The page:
While putting together our latest email on the dangers of “how,” I realized that it would be much more helpful to see a process for doing this on paper.
Amber and I both have struggled mightily with the seesaw between thinking and the actual doing. Most artists are quite adept at being perfectionists, which means we’re also adept at not doing our work.
Guilty as charged.
But to be the artist who hunts, we have to be relentless in getting to the work. Nothing. Else. Matters.
So to help you get a little “unstuck,” this is how we approach starting as a daily routine.
Go with a subtle shift here initially. Shave 15 minutes each week until you reach a time that will give you at least an hour of uninterrupted time to create – before the day embraces you with a whitewash of distraction.
My time is 5am on the weekdays and 7am on weekends (I’m very slowly working backwards on this).
Let’s face it – if we don’t make time for our art before the day gets away from us, then it’s likely we won’t make time for it at all.
Do my anchor habit
Huge thank you to Matt Frazier from No Meat Athlete for turning me on to this. His epic post – On Turning Pro – introduced me to the idea of a meta habit, or anchor habit as my friend Taylor and I refer to it.
It correlates with Leo Babauta’s habit building approach, but with an interesting twist. You pick a daily habit that will serve as a motivational anchor for all other habits that you build over time. It is your rock, so to speak. For me, that is a short round of yoga + positive affirmations first thing in the morning. For Amber, it is meditation.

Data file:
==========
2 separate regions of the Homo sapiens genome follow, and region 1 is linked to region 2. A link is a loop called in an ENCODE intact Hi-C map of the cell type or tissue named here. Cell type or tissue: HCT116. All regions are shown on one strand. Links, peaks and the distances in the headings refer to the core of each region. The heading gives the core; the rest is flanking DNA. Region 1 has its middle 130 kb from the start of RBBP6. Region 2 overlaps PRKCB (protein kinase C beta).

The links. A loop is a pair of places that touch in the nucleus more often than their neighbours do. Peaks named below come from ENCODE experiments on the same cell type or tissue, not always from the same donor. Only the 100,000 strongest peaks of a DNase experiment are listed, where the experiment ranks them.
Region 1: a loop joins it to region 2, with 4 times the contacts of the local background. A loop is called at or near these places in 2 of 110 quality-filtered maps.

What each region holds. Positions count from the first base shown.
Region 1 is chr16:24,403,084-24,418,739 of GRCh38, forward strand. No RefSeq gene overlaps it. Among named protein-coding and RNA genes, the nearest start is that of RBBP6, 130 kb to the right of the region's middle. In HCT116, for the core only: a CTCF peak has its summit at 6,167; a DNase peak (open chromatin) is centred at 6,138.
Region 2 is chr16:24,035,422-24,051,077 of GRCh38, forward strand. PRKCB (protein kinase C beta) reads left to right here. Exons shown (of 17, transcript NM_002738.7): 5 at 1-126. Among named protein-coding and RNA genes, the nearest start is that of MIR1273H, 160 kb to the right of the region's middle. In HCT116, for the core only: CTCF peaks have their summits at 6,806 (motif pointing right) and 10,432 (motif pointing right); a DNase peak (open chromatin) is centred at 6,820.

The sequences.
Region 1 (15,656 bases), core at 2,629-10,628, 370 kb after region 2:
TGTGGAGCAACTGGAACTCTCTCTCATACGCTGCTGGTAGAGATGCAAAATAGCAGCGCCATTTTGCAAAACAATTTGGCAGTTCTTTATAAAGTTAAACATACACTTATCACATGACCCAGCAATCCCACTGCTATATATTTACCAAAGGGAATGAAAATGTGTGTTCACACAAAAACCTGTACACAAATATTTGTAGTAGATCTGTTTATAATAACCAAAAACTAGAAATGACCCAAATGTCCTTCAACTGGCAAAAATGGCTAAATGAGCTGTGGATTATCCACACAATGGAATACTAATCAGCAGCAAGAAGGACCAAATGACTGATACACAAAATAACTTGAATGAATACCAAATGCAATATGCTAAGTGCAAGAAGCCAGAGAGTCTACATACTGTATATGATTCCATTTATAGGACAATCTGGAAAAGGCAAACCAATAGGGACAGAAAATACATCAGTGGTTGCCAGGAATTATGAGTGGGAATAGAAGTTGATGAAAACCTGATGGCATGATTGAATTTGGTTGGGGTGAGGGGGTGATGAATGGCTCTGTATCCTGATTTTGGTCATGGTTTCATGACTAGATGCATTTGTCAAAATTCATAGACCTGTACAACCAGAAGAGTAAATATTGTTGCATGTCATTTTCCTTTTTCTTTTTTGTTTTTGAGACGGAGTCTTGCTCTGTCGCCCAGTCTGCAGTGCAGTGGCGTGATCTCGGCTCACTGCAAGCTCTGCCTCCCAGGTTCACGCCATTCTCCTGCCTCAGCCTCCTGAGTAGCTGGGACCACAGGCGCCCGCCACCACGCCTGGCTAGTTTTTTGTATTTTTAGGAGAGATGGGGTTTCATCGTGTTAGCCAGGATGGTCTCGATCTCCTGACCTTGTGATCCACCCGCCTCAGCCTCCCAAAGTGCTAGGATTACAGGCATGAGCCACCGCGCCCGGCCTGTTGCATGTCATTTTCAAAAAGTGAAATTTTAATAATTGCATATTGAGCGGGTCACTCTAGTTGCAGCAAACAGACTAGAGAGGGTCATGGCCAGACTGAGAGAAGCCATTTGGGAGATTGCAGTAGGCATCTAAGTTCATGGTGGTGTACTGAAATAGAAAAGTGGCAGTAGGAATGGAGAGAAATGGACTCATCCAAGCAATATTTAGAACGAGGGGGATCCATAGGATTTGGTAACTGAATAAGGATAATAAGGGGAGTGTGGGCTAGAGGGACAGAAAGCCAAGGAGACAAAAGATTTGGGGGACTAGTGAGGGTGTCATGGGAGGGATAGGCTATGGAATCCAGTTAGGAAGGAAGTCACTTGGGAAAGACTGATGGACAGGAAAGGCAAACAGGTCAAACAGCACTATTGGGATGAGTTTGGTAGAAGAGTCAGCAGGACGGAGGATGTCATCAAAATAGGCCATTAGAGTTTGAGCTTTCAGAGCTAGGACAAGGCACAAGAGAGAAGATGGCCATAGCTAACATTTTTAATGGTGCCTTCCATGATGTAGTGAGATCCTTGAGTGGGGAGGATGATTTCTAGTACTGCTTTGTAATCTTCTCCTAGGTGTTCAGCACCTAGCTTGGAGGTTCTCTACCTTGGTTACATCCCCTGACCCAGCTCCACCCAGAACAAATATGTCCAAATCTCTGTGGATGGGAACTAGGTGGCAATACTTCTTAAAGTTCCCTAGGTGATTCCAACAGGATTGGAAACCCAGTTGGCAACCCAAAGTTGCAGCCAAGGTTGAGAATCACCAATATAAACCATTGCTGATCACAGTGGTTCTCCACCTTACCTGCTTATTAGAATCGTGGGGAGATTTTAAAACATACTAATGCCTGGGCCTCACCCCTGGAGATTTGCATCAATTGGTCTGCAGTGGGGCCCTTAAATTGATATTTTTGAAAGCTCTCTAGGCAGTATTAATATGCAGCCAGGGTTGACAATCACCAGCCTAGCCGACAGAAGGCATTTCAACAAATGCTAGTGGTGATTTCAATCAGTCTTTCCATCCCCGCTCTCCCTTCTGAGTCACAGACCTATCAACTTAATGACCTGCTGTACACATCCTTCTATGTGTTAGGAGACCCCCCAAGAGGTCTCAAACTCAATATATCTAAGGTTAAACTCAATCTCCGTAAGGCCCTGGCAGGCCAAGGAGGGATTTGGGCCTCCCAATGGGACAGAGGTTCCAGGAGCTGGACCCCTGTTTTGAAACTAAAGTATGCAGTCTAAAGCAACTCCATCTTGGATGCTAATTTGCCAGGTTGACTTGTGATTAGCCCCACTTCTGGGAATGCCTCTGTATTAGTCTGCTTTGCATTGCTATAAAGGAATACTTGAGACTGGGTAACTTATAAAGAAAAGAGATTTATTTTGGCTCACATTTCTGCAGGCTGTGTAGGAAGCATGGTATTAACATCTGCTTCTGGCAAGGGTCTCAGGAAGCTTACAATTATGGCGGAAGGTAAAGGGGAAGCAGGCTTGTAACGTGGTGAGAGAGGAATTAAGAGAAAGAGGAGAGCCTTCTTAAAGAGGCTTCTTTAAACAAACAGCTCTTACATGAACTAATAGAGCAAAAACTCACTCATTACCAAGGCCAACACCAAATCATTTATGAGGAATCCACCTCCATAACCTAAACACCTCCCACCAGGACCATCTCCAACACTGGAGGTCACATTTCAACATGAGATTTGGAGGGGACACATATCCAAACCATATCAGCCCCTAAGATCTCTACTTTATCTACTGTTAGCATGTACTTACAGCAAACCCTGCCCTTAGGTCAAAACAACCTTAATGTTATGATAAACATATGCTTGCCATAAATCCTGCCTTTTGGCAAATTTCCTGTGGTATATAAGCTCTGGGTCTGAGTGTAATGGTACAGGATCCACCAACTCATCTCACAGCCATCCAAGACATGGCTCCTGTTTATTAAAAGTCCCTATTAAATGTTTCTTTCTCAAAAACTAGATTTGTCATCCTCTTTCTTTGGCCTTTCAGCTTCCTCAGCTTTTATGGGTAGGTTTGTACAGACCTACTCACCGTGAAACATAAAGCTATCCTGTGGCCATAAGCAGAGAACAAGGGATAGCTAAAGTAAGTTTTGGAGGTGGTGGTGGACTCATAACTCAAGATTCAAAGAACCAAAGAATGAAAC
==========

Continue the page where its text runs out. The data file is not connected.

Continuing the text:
The key is to build your anchor habit to be the trigger for your creative block. It will gradually train your brain to think, “do this, then create.”
Pick one “creating” task
Multitasking is bullshit folks. We all do it, and we all suffer greatly because of it. There is no mystery to this part of the process. I pick a creative task that directly relates to my goals for the week, and I do only that until either it’s complete, or I get to a comfortable stopping point.
This is a critical distinction. While being epic at starting is really important, it’s even more important to become epic at finishing and shipping the work. Don’t fall in love with starting so much that you can’t focus on seeing the work done.
Set a time limit
I prefer to carve out a solid hour for my creative time. If need be, set a timer to beep when the hour passes. Setting limitations is not restrictive. It is actually a necessary restraint to help you combat the inevitable distractions that will pop up.
Shut everything off but the work and the timer. Then, bask in the light of your creating.
That’s it – 4 simple steps to help get to the desk and make art. No magic, no productivity hacking system, no excuses.